After collection, a researcher blinded to the incubation conditions fixed the samples in 2.5% glutaraldehyde, and after dehydration in ethanol, they were dried of liquid carbon dioxide by critical point drying.

The dried specimens were mounted on aluminum stubs and coated with gold (K550; Emitech, United Kingdom) and examined under a Jeol 6100 scanning electron microscope operated at 10 Kv. The complete mucosal surface of each tracheal half ring was contiguously imaged, and digital pictures were collected by a computer (Semafore; JEOL, United Kingdom) at 500× magnification, avoiding areas of mechanical damage.

The images were analyzed using standard graphics software (Adobe PhotoShop v.5.0; Adobe Systems, San Jose, CA) utilizing a series of in built filters and automated actions that can distinguish between the ciliated areas and the background mucosa. This produced a binary image, and through use of the histogram option, which provides a count of black and white pixels, percentage ciliary cover was calculated. The abundance of the matching tracheal half rings was averaged to account for natural variation in dorsal and ventral ciliary coverage.

Statistical Analysis

Differences in ciliary abundance of the four groups were analyzed for each day using a Kruskal-Wallis test; a P value of less than 0.05 was considered to be statistically significant. A follow-up analysis using a multiple range test was used to determine between which groups differences occurred.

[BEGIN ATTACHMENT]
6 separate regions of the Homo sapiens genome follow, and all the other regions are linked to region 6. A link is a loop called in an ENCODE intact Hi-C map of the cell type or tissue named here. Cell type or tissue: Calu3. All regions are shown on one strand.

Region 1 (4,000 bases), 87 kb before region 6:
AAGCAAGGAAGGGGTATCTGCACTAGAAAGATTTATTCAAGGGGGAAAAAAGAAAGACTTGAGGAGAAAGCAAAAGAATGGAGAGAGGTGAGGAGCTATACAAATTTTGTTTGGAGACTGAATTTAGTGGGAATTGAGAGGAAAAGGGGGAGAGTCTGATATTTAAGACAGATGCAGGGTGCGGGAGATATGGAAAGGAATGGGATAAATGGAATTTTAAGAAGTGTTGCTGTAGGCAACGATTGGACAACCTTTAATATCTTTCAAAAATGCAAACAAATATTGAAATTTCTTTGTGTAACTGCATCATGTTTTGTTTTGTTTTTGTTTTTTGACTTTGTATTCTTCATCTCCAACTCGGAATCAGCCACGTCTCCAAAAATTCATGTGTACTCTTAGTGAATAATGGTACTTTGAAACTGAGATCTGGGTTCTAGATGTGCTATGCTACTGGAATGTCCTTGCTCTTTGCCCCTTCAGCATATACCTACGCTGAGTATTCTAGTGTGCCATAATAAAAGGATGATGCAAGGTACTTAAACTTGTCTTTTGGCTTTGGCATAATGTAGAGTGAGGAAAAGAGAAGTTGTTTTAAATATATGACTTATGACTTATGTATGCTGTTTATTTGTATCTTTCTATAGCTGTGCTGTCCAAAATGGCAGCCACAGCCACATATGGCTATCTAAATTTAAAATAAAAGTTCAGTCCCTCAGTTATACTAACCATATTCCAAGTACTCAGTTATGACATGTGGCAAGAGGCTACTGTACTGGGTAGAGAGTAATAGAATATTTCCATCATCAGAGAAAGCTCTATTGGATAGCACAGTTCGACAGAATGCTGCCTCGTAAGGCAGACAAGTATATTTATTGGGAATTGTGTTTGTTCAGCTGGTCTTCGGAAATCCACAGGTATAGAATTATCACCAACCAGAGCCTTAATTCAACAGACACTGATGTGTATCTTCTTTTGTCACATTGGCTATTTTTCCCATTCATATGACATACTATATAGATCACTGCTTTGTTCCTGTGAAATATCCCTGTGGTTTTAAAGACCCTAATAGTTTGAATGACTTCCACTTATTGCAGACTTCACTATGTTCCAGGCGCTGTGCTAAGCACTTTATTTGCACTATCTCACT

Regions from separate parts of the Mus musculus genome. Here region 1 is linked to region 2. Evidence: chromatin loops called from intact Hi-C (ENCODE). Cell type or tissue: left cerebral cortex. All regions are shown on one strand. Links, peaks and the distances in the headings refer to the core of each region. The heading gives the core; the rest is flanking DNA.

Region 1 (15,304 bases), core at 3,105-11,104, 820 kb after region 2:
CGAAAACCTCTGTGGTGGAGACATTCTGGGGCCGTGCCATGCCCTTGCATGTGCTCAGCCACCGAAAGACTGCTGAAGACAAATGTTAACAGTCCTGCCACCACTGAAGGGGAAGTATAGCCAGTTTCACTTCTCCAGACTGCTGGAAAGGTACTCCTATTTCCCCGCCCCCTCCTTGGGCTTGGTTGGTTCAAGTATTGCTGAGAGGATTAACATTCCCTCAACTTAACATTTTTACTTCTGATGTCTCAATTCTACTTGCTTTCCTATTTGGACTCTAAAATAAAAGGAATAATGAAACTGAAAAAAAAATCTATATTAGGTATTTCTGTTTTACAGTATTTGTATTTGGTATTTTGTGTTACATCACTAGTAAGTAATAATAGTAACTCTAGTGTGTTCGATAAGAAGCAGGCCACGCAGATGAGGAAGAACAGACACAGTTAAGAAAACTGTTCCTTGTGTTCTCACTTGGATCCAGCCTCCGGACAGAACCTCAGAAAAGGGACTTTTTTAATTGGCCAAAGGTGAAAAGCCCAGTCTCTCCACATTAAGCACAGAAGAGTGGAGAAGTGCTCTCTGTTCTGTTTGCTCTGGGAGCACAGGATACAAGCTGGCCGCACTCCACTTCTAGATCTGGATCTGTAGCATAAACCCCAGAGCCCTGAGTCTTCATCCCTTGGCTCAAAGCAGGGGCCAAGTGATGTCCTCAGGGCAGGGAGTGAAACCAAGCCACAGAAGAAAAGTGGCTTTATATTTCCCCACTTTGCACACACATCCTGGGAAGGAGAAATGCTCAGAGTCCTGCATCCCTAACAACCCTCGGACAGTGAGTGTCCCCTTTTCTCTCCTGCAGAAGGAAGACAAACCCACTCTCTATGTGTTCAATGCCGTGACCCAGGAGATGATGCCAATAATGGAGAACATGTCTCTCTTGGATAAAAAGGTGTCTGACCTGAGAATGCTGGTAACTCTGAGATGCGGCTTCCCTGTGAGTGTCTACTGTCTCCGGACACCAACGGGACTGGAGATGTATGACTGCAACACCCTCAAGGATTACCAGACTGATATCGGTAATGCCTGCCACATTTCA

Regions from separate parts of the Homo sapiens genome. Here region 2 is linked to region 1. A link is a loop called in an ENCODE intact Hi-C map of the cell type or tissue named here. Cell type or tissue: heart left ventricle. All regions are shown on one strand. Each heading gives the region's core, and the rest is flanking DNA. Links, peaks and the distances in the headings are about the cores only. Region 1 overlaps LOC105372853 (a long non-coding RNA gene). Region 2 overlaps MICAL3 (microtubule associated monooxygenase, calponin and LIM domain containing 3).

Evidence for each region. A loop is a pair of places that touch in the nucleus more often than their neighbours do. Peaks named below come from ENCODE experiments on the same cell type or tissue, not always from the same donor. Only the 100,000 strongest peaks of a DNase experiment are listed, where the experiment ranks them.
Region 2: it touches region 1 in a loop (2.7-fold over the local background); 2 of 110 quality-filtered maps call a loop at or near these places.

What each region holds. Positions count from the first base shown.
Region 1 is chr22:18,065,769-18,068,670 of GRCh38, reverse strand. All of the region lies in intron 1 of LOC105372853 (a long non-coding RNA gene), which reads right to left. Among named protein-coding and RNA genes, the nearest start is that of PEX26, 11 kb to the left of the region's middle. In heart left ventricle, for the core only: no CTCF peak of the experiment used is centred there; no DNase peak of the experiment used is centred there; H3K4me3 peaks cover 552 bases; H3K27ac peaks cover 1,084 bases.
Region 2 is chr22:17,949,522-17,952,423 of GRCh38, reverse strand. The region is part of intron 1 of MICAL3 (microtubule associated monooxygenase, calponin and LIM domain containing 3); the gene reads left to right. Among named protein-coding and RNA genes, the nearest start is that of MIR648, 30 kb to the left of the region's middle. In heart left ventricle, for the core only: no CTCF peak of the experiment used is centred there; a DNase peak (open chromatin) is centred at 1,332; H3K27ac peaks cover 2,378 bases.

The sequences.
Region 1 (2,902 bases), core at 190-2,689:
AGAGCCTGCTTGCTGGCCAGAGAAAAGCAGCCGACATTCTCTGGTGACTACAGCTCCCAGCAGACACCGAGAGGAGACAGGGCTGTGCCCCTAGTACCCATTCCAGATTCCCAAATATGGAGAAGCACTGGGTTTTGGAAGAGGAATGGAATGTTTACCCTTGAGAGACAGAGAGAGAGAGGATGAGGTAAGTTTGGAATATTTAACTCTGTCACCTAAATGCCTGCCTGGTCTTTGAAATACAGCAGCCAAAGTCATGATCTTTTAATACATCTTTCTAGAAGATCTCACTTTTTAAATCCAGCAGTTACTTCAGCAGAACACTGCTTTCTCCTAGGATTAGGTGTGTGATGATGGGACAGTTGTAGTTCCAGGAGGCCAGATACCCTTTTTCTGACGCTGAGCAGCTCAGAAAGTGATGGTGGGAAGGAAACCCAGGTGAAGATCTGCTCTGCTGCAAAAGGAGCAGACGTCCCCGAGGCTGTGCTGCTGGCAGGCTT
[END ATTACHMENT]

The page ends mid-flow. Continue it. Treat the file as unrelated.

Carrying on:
The changes in ciliary abundance over time of the four groups—21, 40, 60, and 100% oxygen—are summarized as box-and-whisker plots in figure 1.

Fig. 1. Box plots to show the effect of (A ) 21% O2, (B ) 40% O2, (C ) 60% O2, and (D ) 100% O2on ciliary abundance of cultured rat trachea throughout the 12-day experiment.

Fig. 1. Box plots to show the effect of (A ) 21% O2, (B ) 40% O2, (C ) 60% O2, and (D ) 100% O2on ciliary abundance of cultured rat trachea throughout the 12-day experiment.

Close modal

The box represents the interquartile range of the data, which encloses the median, represented by a horizontal line. The graphs show natural variation in ciliary abundance within the first days of culture. The ciliary abundance of the samples decreased over time in all four groups, with marked differences in the rate of decline between the 21% oxygen and the three elevated oxygen groups (40, 60, 100% O2).

From day 4 of culture, there was a statistically significant difference (P < 0.05, Kruskal-Wallis test) developed between the four groups (21, 40, 60, and 100% O2), becoming highly significant (P < 0.01) from day 5 to the end of the trial. From day 6, the medians of the groups were observed to be within the expected dose–response order. For days 6–12 of the study, median percentage ciliary abundance was calculated for each group. These values show decreasing ciliary abundance with elevated levels of oxygen (table 1).